First and foremost, allow me to address the obvious: the headline of this article is admittedly an absurd, presumptuous question.
I’m going to LTB 2014 because I work at Ptex Group.
My company is the one hosting, coordinating, arranging, scheduling, promoting and otherwise laying out big bucks to make this event a reality. I consider this affiliation yet another feather in my moderately worn, sometimes sweaty, slightly weather-beaten corporate cap.
Plus it gives me some really cool bragging rights.
Do you find social events physically exhausting?
Would you rather spend your daily breaks at the office solo, as opposed to than chatting up co-workers over lukewarm cups of coffee?
Does the idea of raising your hand to ask a question at LTB 2014 make you squirm?
News flash, my friend: You’re probably an introvert… and you’re not alone.
Please don’t take offense. Most people make the mistake of viewing the “introvert” label negatively. If a colleague calls you an introvert, you might assume that they think you’re painfully shy or antisocial. It’s true that introverts maybe shy. But they can also be outgoing at times, have many friends, and even possess superb social skills.
That begs the question – what exactly makes an introvert an introvert?
Plain and simple, introverts are energized by being alone. Quite literally, their energy is drained by being around others. They tend to be “thinkers” with an active inner world of swirling thoughts and feelings. After schmoozing with peers or prospective clients at a networking event, they need time alone to recharge.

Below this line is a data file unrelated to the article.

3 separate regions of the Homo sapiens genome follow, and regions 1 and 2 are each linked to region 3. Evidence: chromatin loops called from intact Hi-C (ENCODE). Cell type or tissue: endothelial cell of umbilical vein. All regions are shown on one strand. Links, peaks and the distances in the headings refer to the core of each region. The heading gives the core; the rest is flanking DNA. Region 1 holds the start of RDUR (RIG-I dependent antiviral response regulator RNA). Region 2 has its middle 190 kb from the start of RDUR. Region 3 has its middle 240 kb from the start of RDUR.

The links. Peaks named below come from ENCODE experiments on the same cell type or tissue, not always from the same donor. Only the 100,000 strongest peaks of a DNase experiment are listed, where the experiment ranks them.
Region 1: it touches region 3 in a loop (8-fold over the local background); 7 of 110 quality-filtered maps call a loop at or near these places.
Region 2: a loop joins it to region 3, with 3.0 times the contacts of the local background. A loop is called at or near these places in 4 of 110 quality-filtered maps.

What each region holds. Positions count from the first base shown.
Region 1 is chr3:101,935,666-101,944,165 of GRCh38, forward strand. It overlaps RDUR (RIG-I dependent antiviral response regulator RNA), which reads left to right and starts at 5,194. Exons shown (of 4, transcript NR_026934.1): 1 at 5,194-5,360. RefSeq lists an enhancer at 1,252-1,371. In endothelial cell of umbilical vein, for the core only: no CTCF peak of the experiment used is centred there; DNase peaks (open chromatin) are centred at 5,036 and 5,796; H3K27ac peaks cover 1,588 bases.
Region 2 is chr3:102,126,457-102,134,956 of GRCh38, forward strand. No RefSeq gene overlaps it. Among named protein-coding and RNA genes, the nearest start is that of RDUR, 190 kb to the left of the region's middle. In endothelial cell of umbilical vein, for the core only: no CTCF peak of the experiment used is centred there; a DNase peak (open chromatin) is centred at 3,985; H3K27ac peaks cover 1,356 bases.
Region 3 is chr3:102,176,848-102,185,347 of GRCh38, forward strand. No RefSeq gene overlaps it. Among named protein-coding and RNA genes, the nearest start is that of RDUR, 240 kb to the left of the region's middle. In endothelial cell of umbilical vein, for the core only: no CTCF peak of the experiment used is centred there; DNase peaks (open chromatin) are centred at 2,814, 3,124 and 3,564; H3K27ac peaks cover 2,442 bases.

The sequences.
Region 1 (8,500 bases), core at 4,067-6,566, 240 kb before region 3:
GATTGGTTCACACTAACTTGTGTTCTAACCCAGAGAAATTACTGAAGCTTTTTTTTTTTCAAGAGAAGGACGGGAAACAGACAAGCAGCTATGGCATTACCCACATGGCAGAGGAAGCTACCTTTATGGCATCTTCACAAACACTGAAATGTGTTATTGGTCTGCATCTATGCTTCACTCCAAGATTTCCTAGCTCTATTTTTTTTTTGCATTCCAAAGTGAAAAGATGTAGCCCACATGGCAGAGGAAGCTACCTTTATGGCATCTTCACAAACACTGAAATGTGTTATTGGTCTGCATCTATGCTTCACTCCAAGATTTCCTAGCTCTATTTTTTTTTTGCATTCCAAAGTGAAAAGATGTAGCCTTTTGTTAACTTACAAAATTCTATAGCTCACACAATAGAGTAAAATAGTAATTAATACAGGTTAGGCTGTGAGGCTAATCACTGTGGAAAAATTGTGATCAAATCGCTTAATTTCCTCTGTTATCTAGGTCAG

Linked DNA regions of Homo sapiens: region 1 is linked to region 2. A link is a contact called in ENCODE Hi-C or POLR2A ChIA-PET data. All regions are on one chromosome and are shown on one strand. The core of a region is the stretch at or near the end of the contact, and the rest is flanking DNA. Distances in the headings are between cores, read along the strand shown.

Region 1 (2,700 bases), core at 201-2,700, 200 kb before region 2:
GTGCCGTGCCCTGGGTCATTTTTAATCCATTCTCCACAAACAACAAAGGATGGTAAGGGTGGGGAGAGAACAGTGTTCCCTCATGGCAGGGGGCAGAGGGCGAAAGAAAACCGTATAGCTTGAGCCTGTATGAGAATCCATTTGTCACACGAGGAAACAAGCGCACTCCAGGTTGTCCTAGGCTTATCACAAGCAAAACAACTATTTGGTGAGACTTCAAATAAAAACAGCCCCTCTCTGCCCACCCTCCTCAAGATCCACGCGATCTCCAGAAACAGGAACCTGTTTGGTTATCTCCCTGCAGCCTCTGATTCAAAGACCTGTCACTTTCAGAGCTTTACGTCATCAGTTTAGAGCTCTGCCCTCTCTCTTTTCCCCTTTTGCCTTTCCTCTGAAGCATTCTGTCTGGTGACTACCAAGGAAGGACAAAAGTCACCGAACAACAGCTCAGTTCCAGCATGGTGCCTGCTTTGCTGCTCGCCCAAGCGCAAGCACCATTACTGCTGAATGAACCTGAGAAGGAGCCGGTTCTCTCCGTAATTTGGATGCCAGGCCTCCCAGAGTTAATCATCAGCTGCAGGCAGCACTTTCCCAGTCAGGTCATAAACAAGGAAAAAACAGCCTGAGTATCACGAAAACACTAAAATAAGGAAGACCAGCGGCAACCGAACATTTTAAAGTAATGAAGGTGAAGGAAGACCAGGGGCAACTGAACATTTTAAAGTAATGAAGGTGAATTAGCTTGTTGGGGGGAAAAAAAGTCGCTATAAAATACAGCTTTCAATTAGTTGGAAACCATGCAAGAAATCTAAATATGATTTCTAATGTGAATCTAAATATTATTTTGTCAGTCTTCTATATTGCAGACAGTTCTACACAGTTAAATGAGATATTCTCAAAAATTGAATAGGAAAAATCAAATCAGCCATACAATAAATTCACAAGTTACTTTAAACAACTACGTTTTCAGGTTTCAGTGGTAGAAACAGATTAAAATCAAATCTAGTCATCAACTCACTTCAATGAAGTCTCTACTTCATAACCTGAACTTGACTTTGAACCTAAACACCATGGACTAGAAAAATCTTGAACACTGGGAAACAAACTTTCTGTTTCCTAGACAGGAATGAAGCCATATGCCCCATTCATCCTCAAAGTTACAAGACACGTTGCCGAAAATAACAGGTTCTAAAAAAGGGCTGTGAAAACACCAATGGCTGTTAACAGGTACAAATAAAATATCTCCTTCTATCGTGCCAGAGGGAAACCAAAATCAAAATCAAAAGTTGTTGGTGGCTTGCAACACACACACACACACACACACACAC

Can you relate?
Last year’s LTB 2013 was a big hit with big-name talent.
Celebrity speakers like Kevin Harrington, a successful entrepreneur and “Shark Tank” investor, took to the stage to give keynote speeches and host brilliant breakaway sessions. Hundreds of entrepreneurs and business owners learned best business practices and strategies from the best, the brightest and the most successful.
But none of those speakers have flown 1,500 miles per hour – faster than the speed of sound – in an F-16 supersonic fighter jet high above enemy territory.
This year, Lt. Col. Rob “Waldo” Waldman will break the sound barrier and raise the bar to sky-high levels at LTB 2014.
A decorated US Air Force combat pilot, renowned speaker and bestselling author, Waldman has made a name for himself by flaunting his prowess both in the air force and at the boardroom table.
As the owner of a very busy store, Parc Avenue Shoes, Bentzy Wachsman took time away from his bustling business to fly to New York from his hometown in Montreal. The grand occasion? LTB 2013. He came with a game plan: to improve his marketing strategies.
At a young age, Bentzy sold Cutco knives door-to-door. With a natural flare for sales, he was soon recognized as the #3 salesman in Eastern Canada. Determined to accomplish bigger and better things, Bentzy opened a factory that manufactured children’s outerwear. As the first company to introduce ‘fashion’ to outerwear, he took the market by storm. Bentzy expanded this business and sold it to his top competitor. His next business venture – Bentzy’s Food Depot – was also sold to his largest competitor after 8 successful years of growth.